Popcorn ceilings were the hardwood floors of the 1960s and 70s. They were not only popular and cost-efficient, but also fit in with almost any home design back then. However, as our loyal readers know, home remodeling trends come and go. Sadly, it takes time to adopt and actually make changes to your home. Well, it’s time to put an end to those dated popcorn ceilings.
Rather than hire a pro to remove your ceiling, I am going to show how any homeowner can remove popcorn ceilings no matter how little or how much DIY experience you have. Afterwards, if you still don’t feel confident, ImproveNet can connect you with a drywall/ceiling professional (for free).
Hot to Get Rid of Popcorn Ceilings
Tools & Materials Needed
The project may be easy, but there are a bunch of tools necessary to complete the job as quickly and efficiently as possible.
- Ceiling Texture Scraper
- Putty Knife
- Drop Cloth
- Utility Knife
- Rubber Gloves
- Safety Glasses
- Tape Measure
- Sanding Sponge
- Rubber Spatula
- Spray Bottle
- Plastic Sheeting
- Paint Stripper
- Sanding Pole or Sandpaper
- Drywall Compound
- Painting Materials
Step 1: Clear the Room & Cover All
Like many home remodeling projects, this one can get messy. To minimize your cleaning time, it’s best to remove all furniture from the room. If something is nailed to the wall or too heavy to move, don’t worry.
Next, take your plastic sheeting and cover everything. Clearly, it’s easier to cover everything if you just have an open floor, but if you couldn’t remove all furniture, make sure you tape the sheeting to the furniture. There will be a lot of small popcorn kernels falling from above and you don’t want those pieces landing between your couch cushions or behind a dresser.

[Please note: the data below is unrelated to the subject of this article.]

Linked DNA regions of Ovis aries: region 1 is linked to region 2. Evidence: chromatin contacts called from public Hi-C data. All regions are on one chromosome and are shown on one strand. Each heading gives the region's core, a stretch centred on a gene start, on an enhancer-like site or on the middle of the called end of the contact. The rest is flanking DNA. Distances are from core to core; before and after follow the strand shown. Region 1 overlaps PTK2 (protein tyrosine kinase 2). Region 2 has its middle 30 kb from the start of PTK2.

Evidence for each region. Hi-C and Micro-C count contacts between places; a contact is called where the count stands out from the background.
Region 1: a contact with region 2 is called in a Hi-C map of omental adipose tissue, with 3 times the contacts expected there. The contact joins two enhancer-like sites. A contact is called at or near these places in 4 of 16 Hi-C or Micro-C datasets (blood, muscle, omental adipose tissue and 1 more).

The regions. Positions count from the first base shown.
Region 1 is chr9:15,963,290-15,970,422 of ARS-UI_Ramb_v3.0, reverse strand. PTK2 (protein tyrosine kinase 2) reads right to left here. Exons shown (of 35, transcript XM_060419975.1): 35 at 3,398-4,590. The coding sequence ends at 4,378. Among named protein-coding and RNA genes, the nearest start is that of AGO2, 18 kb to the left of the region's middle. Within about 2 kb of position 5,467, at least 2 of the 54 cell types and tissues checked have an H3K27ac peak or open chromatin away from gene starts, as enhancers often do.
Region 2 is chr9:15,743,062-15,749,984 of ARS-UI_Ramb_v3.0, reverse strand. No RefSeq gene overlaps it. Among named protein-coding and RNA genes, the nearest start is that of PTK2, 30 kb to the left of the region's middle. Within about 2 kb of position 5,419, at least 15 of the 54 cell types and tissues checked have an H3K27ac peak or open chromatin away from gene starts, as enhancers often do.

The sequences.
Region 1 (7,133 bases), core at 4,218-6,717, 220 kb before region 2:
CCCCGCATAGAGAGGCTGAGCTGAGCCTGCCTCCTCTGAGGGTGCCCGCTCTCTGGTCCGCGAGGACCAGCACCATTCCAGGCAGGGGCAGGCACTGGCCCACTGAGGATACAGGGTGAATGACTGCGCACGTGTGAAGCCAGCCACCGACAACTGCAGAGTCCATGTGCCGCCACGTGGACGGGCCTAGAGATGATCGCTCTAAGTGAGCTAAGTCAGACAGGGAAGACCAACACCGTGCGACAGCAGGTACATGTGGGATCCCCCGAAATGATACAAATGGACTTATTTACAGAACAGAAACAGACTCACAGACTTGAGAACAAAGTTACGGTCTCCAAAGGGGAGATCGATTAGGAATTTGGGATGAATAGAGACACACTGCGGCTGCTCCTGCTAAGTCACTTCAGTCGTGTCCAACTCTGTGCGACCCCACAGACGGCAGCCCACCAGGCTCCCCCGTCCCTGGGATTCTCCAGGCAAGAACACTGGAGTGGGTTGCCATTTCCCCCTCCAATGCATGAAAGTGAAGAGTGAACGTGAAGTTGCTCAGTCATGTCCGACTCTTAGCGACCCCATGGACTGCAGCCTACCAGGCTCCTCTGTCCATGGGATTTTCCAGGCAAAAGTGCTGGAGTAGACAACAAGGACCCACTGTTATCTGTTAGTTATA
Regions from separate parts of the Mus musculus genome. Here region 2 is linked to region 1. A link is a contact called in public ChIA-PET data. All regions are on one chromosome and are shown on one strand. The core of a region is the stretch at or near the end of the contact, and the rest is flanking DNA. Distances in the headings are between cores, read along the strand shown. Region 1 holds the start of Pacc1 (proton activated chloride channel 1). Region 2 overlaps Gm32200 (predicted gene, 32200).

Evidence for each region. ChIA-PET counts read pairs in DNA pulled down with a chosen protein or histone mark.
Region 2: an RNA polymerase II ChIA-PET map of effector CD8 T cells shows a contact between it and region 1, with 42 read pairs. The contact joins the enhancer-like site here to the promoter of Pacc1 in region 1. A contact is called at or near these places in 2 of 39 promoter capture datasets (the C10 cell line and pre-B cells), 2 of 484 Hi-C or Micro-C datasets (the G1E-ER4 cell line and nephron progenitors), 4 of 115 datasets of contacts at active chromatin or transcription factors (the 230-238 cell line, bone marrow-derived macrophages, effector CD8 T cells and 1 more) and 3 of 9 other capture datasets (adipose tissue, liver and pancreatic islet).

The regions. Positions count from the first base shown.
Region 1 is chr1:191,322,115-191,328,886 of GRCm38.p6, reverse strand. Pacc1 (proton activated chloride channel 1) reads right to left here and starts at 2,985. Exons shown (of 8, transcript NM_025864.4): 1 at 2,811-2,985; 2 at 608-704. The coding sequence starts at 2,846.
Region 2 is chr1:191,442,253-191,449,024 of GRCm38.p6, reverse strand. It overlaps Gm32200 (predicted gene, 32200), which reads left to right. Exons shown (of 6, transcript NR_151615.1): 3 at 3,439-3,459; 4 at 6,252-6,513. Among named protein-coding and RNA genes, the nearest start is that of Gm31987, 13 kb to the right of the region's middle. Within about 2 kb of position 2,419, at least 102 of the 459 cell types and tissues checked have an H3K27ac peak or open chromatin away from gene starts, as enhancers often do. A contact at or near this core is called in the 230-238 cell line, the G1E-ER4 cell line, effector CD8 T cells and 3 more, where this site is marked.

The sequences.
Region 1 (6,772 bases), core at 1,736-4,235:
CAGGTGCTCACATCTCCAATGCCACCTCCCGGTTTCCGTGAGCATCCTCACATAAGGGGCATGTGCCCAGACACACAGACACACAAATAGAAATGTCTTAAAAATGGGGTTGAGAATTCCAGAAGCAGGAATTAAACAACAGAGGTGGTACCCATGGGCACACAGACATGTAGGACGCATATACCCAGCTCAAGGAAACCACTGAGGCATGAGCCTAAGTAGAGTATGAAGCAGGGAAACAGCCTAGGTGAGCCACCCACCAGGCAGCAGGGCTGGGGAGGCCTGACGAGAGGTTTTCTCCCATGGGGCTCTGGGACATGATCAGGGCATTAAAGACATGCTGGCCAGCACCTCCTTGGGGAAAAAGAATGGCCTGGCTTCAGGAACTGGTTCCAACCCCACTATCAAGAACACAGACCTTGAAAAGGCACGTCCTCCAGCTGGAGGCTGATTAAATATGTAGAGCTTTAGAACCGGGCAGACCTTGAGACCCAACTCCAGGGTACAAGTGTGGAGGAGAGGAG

While you do not have to, you should also cover the walls. Extra precaution never hurt anyone.
Finally, add a portable fan to clear the air. Just make sure it’s not facing up.
Step 2: Test for Asbestos
Unfortunately, before you remove any part of your popcorn ceilings, you must get it tested for asbestos. Homes built before 1980 were often constructed with materials that contained asbestos. Later on, scientists determined that asbestos could cause lung disease or cancer and as such, was banned from home improvement.
We recommend that all homeowners removing their own popcorn ceilings call in the pros to test for asbestos. Sadly, even touching it (without gloves) can be harmful. While the average price to remove asbestos is not cheap, it’s well worth it.
Nevertheless, careful homeowners can remove part of their ceilings themselves and send it to an accredited lab for asbestos. You can also buy a home test kit and test it yourself. If you go this route, spray a small portion of your ceiling with water and scrap it off. Do not try to test the entire ceiling.
No matter what direction you take, always have your gloves and goggles on. Like I said earlier, even touching asbestos with bare skin can be harmful.
Step 3: Spray the Ceiling